Anthony Nolan: UK Asian community rallies, Asian=Asian?

We are thrilled to welcome  Anthony Nolan as our newest forthcoming contributors. To preface their contributions, we’re sharing one of their biggest successes in bone marrow donor outreach in the UK’s Asian community. Police inspector Rik Basra’s story served to mobilize a huge swath of the Asian population, recruiting about 1,000 Asian donors in half a year, resulting in “a 300% increase on the previous period.”

The epicenter for the campaign was Leicester and then efforts expanded to Birmingham. Not only were the sheer number of registrants impressive, but the news coverage was very successful, with features from premier UK press outlets like the BBC and iTV. Here’s a clip from a BBC radio show, which features Rik Basra’s story at 17:25.  Interestingly, You and Yours has also hosted some public discussion about organ transplantation. 

Rik Basra received a transplant on Christmas Eve 2011 (Image courtesy of Anthony Nolan)

It’s interesting to note that there is a significant pull with respect to campaigns featuring first responders. While the Basra campaign does not evoke the same notion of heroism, it seems that the outreach networks for first responders, military servicemen, police officers, and firefighters, do tend to generate a wellspring of registrants and media attention as modern real-life heroes, just as donors are simultaneously valorized as heroes in the outreach process.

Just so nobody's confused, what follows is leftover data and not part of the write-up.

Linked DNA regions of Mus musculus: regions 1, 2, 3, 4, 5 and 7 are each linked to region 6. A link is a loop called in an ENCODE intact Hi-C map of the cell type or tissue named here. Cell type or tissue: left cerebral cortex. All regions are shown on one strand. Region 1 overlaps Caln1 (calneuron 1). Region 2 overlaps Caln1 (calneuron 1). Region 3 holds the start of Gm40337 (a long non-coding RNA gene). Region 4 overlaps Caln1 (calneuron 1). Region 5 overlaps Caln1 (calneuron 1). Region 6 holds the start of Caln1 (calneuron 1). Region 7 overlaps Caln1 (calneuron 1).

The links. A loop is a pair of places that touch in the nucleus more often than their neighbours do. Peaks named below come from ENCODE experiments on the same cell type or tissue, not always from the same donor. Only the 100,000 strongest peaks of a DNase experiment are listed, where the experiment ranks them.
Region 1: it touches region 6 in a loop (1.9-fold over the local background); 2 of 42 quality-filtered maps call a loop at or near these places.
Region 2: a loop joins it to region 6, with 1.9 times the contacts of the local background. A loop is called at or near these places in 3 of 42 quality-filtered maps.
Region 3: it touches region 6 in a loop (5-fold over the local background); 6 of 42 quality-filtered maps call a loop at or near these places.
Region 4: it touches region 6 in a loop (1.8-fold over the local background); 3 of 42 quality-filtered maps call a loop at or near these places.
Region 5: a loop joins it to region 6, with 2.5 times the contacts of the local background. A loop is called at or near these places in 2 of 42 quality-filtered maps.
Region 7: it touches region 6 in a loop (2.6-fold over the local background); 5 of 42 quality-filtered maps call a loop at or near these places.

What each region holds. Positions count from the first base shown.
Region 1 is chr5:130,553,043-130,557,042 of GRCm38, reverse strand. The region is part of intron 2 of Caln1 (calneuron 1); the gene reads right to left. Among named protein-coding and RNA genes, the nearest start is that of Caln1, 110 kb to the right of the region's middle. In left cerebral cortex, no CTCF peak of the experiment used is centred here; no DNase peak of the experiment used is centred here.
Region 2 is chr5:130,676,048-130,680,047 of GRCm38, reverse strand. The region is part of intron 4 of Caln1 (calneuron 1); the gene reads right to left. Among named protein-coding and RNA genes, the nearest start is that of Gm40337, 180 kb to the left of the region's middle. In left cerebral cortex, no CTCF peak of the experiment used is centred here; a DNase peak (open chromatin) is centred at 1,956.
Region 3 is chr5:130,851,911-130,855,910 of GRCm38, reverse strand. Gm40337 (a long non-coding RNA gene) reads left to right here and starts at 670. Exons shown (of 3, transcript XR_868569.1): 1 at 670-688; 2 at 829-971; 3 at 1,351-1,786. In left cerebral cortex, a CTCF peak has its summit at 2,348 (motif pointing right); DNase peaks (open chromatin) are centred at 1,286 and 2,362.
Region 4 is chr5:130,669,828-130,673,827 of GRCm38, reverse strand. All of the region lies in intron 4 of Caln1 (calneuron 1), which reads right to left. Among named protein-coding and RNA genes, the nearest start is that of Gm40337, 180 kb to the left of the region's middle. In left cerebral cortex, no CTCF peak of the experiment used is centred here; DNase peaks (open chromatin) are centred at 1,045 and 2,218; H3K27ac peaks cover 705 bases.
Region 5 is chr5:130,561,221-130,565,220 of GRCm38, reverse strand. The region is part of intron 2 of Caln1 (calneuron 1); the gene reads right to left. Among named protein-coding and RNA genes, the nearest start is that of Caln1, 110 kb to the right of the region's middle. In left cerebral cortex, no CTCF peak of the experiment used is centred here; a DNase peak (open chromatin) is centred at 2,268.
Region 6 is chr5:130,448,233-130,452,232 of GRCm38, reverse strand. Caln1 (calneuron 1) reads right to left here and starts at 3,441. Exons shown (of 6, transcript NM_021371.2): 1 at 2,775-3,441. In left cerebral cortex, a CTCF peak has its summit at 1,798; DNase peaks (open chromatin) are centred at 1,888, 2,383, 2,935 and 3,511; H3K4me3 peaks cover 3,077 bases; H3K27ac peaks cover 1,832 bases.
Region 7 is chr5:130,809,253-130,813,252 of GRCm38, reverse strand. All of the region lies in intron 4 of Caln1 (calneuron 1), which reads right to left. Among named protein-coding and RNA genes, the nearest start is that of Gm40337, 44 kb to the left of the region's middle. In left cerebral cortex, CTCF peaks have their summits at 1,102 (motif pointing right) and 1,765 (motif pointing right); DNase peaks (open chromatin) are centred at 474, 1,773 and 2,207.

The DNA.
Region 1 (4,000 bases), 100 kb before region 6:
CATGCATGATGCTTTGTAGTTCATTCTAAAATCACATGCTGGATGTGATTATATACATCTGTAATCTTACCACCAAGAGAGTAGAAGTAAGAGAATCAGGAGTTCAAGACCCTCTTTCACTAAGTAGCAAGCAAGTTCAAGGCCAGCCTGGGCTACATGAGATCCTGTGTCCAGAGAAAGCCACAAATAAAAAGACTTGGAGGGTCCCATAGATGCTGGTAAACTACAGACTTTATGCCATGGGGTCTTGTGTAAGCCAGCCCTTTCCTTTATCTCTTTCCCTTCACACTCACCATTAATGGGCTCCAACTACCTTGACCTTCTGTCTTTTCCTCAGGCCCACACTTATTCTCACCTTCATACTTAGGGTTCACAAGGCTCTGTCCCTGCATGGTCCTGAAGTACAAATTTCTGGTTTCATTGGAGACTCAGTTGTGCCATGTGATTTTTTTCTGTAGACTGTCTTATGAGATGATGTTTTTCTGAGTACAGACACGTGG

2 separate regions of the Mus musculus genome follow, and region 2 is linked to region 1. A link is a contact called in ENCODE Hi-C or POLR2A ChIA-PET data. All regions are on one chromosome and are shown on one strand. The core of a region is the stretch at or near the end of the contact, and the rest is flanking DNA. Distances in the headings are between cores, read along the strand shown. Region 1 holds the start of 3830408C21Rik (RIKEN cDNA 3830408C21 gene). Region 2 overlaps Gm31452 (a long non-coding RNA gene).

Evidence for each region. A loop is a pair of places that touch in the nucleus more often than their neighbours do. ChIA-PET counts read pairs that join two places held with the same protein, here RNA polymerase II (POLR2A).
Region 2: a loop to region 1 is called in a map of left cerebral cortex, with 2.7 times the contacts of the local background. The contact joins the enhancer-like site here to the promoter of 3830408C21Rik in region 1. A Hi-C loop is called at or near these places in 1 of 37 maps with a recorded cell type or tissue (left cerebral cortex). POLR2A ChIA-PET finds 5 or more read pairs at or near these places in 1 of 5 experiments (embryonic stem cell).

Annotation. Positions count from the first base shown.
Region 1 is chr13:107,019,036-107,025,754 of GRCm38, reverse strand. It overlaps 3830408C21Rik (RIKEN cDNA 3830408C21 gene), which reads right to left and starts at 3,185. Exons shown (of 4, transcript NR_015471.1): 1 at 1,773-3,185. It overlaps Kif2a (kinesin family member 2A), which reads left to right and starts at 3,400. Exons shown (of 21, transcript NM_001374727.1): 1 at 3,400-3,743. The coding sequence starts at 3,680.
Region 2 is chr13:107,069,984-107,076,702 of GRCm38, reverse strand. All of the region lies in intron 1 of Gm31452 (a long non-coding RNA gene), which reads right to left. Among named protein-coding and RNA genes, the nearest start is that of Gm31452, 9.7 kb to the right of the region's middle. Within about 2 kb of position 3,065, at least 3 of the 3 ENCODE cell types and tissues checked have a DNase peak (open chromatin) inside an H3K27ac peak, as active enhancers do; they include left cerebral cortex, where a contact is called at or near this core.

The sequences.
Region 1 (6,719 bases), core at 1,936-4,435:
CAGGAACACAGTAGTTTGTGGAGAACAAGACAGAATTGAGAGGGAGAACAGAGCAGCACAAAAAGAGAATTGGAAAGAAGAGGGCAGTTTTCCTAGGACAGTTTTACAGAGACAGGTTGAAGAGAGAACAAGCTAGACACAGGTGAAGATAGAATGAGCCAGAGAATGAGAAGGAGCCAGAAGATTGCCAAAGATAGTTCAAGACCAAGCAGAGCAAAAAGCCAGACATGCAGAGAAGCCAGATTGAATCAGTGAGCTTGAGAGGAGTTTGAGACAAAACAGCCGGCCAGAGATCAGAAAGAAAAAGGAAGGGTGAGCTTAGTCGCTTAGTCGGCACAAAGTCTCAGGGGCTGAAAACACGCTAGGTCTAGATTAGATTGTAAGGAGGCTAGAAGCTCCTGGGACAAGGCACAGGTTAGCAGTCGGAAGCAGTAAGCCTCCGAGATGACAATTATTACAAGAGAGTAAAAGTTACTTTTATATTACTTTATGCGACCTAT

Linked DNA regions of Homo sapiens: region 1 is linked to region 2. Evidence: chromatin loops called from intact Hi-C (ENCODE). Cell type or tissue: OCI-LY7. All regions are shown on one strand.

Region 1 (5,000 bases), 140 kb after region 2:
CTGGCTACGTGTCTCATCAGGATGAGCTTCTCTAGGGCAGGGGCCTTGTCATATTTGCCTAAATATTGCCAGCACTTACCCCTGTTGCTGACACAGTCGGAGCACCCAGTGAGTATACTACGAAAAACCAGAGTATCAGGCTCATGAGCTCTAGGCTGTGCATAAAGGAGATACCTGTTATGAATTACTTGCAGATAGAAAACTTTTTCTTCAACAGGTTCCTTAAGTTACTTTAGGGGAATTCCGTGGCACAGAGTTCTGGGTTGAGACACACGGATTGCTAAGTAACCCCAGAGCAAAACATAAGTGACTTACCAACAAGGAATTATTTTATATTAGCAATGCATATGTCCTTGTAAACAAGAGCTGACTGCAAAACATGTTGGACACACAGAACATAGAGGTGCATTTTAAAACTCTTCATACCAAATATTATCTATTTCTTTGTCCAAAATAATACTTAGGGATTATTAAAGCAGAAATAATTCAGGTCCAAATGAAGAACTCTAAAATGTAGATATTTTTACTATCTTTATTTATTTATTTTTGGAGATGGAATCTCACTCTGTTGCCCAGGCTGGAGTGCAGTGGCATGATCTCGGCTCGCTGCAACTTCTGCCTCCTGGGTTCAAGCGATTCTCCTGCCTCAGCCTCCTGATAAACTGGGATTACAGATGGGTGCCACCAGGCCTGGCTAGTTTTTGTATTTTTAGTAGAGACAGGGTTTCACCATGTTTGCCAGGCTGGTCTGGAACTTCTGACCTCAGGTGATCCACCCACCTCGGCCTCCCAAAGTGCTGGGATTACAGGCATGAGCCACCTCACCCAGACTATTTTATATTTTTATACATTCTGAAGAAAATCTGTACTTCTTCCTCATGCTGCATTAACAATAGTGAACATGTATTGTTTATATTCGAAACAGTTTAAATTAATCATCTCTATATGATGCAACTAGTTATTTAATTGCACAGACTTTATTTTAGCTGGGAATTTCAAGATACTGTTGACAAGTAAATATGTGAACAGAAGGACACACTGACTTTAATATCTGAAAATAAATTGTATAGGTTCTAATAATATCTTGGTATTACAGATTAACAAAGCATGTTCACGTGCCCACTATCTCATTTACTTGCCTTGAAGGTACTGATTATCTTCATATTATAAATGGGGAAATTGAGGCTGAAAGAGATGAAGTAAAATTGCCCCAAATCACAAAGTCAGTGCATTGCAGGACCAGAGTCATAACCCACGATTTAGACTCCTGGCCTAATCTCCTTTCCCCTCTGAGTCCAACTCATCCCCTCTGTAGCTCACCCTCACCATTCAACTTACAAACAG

Transatlantic Identities 

As our readers may know, TransplantInformers is supported by the Asian American Donor Program (AADP). AADP has an expansive outreach scope of multi-ethnic populations both within and beyond Asian America, using community specific grassroots mobilization. Likewise, the Basra campaign and the You and Yours discussion emphasize Asians reaching out to Asians directly, which has accounted for the breakthrough uptick in registration and support.

That interest in multi-ethnic inclusion is also reflected in the Diversity Focus section of TransplantInformers, and part of what we want to do with this section is bring attention to the diverse conceptions of diversity in international contexts. It is worth noting that transatlantic Asian identities do have some overlap, but also some differences. And that may necessitate varied adaptations of outreach strategies, but there is also a great opportunity for crossover application. It’s something I’ve given thought to personally, having studied transatlantic Black/Asian connections, and as an multi-ethnic Asian American woman who has spent some time living in London and may again do so in the future. Those differences and similarities in transatlantic identities are something we also hope to explore in our exchange of ideas about donor outreach and education in our respective communities. Keep following TransplantInformers for forthcoming contributions from Anthony Nolan, which will undoubtedly enrich the conversation.

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